These dolls from here.
I wish that you were reading this in English. Then maybe you could have a taste of what my life is like, Mami—spending the day listening to words that sound just like wearing a coat in winter. Like footsteps on the concrete. But then again, it would mean you having to go all the way to the Plaza Grande, dragging your skirts in the dust, asking for translations. Not that it would be so hard, not these days. I wish it had always been so. Then maybe it wouldn't be so hard for me right now.
“It's so important to us that Thalia grow up knowing her culture, and I don't just mean 'Dora the Explorer' you know? These are the years to learn—it never sticks when you get old like us, huh?” Doña Rosa had said to me, in blessed Spanish. I nod, not sure what to say. Surely Doña Rosa knows that I am spending every night sitting up in my room, tracing my fingers over every word in the dictionary, trying to absorb the smooth letters through my skin. Circling all of the unknown words in that little book of cartoons that Tomas gave me the last time I left. Six months, and there are still more circles than not. “And I told Pedro that if he'd grown up in my pueblo, he'd know the Delgados are known for being excellent teachers.” What good is it being a Delgado who teaches when I cannot learn myself?
Still, it is good that Doña Rosa remembers. It helps me remember myself.
I try to remind her that there is so much more I can do than just take care of Thalia and the house. Thalia is a placid child, content to sit in her little red rocking chair and watch me moving around the kitchen. And the house itself—luxury looks different in los Estados Unidos. It's clean, spacious, all the surfaces hard and shining. All of Doña Rosa and Don Pedro's recuerdos from home, the straw filled dolls, the framed flags, the clay pots—they seem to be swallowed by the smoothness, the glow of these American things. They look extra.
Doña Rosa is so tired after a day at work. “It is not easy to make ends meet,” she says. “People think once you get here, you are saved. But they are wrong.” She sounds angry, as though I have accused her of this myself. “It's not like home.” I mention. “No, she says again. “Not even like your home.” This brightens her, and she loses some of the harsh tone when she asks me to help her in her private office. I am excited as well. This is what I have been angling for since I arrived. Work that will feed my mind, the way you always did it, Mami. Delgado work.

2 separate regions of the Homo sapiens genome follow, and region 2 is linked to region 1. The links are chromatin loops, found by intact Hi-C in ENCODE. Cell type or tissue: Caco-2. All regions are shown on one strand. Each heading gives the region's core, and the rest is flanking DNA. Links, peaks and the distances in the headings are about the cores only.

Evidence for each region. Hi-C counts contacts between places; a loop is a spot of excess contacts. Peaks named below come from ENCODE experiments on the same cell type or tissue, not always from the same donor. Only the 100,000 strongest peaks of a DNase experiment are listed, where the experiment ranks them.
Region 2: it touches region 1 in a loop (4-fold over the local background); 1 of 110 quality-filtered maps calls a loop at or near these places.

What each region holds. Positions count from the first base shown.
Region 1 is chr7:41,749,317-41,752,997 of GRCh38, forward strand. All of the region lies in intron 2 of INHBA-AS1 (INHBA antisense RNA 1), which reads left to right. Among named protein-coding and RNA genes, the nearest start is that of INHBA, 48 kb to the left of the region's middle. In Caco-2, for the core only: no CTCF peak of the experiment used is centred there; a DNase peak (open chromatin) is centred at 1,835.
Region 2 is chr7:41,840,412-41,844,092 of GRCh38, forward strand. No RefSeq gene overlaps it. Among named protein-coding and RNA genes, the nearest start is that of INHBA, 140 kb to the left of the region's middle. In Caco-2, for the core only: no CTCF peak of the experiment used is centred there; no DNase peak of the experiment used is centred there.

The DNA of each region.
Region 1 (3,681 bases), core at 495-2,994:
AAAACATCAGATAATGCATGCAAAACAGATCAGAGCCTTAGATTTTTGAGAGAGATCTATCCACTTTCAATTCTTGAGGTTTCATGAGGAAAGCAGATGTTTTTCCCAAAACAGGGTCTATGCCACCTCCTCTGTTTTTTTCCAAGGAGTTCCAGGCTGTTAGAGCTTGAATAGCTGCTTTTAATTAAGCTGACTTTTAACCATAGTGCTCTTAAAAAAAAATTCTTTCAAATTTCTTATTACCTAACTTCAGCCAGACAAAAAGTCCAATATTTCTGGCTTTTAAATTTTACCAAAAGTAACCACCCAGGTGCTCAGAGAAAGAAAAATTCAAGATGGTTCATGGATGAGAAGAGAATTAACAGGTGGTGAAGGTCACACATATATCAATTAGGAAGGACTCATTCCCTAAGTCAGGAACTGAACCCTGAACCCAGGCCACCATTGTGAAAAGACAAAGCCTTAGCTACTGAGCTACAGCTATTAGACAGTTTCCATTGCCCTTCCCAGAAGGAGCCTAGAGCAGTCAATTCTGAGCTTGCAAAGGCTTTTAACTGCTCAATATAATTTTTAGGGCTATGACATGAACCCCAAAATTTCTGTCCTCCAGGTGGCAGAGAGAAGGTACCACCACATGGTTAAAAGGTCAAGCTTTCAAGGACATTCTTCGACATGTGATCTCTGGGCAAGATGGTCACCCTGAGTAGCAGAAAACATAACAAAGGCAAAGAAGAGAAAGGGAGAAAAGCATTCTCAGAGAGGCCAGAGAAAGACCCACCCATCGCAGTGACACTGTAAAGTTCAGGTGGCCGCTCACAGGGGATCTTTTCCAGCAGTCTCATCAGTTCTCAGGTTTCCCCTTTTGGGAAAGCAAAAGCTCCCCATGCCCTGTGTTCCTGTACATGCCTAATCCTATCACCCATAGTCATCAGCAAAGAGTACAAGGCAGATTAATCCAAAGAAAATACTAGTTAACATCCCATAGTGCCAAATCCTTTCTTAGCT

“Please sort these bills into piles, and then I'll ask Pedro to file them.” She showed me how to recognize each bill and match it to others, without knowing the words. Like the card game we used to play.
We worked in quiet, equal silence. Every now and then I would hold up an envelope, and she would tell me, “Just put that aside.” When we were done, that “aside” pile was rather large. She swept them all into a folder marked, “Misc.”
“What does this mean, this word wrote here?” I was proud to ask her in English, but she made no comment on that. She was too busy making notes on a pad, a pencil between her teeth. “Oh, it means miscellaneous.” I waited.
“Uh, its just important paperwork. It's important.”
I filed this away. It seemed a useful word.
The other day, Don Pedro came home from work all excited. It seemed he had invited a new friend home from work. Bob. The man mooned around as though he was preparing for his Quinceñera, the joy flushed on his face. “Bob says not to worry about cooking anything special. Bob is a very understanding man. He is an important man at work. He does not often go out to people's houses. This is a very good thing for us, Rosa.” Of course, Doña Rosa left me detailed instructions for what dishes I should cook, and as soon as she got home, without even removing her coat, she began lifting the lids off of the steaming pots, and then she starts chopping the vegetables for her special sofrito. She was pleased when I complimented her on it later. “Even the Delgados don't know everything, right?” She said, smiling big as she went up the stairs to get dressed.